From one legendary hero to another, for my next book, I move closer to home; Sherwood Forest. Robin Hood – Demons’ Bane is a dark fantasy series that puts Robin Hood in a world of demons and black magic. King John and the Sherrif of Nottingham become something sinister and disturbing in a macabre retelling of the legends. Robin Hood has appeared in many incarnations and this book, The Mark of the Black Arrow by Debbie Viguie and James R. Tuck (no relation), puts an intriguing new spin on an old tale.
Kubrick’s Game by Derek Taylor Kent revels in the story of an altogether more modern legend. In what can only be described as 2001 meets The Da Vinci Code, Kubrick’s Game is an entertaining novel that will delight fans of Stanley Kubrick. Even if, like me, you only have a passing interest in the films, the novel is great fun, delving into the imagery and conspiracy theories of Kubrick’s much feted and vetted films.
The plot is slightly preposterous, but stays light, fun, and stuffed full of interesting ideas and potential hidden meanings. If you like conspiracy and hidden code books, Kubrick’s Game is definitely worth a look. It’s a novel walk along a much-trodden path.
My last couple of choices are children’s books that my boys have enjoyed very much. The first, Freaks United by John Hickman, is a soccer novel about the boys (and girls) apparently not cut out to make the team.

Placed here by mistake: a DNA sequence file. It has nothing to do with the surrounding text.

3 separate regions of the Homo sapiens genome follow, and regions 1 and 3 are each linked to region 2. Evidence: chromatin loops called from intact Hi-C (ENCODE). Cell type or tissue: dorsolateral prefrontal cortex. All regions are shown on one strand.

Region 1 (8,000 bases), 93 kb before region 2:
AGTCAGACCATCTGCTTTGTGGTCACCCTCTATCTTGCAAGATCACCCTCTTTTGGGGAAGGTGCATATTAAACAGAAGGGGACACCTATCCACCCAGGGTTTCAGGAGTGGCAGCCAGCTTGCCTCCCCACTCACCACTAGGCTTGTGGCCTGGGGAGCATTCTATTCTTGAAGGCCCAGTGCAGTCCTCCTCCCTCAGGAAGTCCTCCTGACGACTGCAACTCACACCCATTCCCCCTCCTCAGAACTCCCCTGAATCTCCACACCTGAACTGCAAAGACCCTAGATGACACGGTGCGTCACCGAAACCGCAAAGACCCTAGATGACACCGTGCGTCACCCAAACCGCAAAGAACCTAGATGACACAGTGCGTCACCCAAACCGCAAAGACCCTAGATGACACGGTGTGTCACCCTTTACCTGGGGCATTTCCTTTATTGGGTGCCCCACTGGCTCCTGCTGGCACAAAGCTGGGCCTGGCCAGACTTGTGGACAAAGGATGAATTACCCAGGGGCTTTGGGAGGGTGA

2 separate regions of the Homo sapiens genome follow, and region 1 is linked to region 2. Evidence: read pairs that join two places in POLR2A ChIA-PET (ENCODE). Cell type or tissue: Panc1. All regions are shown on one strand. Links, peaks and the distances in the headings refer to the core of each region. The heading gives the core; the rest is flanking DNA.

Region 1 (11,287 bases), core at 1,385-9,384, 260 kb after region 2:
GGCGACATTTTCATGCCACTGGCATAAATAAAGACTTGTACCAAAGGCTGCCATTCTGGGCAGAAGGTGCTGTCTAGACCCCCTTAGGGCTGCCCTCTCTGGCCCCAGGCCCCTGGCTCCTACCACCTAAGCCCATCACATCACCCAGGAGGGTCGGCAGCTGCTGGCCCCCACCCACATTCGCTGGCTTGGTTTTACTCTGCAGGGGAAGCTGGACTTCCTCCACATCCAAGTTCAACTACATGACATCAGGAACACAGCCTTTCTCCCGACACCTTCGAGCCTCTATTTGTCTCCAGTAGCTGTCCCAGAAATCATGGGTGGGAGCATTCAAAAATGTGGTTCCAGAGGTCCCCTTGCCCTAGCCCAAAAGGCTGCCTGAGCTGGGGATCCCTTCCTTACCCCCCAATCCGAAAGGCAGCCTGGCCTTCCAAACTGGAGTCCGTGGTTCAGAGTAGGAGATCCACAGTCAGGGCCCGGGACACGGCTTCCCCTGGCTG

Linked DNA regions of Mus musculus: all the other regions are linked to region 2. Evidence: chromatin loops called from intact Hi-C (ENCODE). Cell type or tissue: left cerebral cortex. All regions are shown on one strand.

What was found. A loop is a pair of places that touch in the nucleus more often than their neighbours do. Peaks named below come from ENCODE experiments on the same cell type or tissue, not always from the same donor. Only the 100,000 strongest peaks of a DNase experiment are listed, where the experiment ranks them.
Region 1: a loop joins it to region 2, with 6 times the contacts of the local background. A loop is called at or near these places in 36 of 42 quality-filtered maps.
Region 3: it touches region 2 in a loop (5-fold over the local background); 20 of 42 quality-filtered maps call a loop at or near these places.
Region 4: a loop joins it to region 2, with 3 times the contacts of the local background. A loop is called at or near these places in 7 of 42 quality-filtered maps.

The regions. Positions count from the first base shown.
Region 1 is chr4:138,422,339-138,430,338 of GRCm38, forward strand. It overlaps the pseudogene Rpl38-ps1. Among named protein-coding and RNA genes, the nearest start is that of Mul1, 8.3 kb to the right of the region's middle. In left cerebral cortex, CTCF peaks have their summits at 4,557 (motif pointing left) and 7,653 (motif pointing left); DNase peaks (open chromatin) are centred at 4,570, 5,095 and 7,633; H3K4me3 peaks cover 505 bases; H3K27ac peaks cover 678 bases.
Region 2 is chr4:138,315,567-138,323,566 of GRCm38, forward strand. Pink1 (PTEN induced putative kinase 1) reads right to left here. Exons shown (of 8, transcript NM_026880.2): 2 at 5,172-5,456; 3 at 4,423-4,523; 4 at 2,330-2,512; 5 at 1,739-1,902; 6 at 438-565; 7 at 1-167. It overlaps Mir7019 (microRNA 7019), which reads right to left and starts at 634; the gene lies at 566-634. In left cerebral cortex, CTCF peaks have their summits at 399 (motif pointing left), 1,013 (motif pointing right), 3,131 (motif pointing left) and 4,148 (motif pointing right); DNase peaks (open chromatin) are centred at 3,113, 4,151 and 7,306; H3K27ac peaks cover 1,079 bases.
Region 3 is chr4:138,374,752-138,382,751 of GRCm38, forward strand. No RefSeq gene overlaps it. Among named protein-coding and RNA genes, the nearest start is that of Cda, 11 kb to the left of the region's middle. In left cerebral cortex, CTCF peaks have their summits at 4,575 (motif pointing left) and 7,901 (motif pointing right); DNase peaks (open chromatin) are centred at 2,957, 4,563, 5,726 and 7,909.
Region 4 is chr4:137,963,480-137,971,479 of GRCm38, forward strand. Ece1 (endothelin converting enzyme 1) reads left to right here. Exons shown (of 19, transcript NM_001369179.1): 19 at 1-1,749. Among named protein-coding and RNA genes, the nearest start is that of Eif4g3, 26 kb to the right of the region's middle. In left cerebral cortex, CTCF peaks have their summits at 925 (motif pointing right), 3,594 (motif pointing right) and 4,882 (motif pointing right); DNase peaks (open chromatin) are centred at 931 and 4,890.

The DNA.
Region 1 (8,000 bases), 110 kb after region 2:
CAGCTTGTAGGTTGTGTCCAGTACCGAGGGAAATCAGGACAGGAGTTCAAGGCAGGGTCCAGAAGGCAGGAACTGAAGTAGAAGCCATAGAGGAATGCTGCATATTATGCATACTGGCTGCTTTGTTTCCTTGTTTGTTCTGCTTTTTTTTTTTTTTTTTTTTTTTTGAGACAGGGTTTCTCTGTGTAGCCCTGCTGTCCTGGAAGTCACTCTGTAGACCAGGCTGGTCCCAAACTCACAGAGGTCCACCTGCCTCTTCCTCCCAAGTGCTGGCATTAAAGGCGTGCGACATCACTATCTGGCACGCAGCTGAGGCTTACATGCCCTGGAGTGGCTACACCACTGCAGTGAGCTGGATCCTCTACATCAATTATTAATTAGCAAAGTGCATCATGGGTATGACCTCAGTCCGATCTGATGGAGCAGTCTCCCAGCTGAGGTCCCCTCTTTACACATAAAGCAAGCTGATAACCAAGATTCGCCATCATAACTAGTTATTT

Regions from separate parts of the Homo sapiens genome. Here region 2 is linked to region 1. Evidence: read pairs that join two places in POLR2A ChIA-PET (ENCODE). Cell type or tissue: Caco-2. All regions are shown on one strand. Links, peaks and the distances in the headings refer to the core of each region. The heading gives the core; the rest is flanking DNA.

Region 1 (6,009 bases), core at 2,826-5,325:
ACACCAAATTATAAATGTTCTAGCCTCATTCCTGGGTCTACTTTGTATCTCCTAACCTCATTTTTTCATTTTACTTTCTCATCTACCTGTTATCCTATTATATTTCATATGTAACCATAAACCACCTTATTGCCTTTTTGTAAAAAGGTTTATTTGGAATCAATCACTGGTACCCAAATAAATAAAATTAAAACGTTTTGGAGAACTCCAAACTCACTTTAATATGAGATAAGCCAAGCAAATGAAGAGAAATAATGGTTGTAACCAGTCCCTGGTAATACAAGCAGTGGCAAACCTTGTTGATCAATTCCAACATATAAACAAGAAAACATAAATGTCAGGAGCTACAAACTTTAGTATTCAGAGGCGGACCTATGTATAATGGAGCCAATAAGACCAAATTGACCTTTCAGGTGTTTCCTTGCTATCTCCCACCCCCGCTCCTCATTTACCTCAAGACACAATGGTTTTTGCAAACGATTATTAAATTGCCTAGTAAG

I was probably predisposed to this novel because one of the characters comes to the soccer pitch straight from a Games Workshop, but both my son and I enjoyed it from start to finish. Freaks United is a novel both about being yourself and working together to accomplish something great. Who doesn’t like a tale of arrogant jocks losing face to a group of kids who don’t quite fit in? Better still, the novel doesn’t quite end how you expect it to. Recommended for young geeks, soccer or otherwise, everywhere.
You’ve probably seen YouTube videos that use the same concept as picture book If: A Mind-Bending Way of Looking at Big Ideas and Numbers by David J. Smith. Through the use of engaging and detailed infographics, Smith and illustrator Steven Adams show concepts such as the size of the solar system or the span of human history when compared with the age of the Earth. There’s even a human life displayed as slices of pizza. My eleven year old who claims to be “too old for picture books” loves If. It’s great to dip in and out of, with more information to be gleaned with every visit.
So there, finally, are all the great books I read in 2016. My 2017 resolution was to read more books than last year, so it’s entirely possible that my late late review next year might be out sometime after Easter 2018! Until then, happy reading.
Disclaimer: With the exception of If, which came from the library, I received review copies of all the books reviewed. Many thanks to all the publishers who sent me copies and apologies to the authors for the tardiness of this round-up.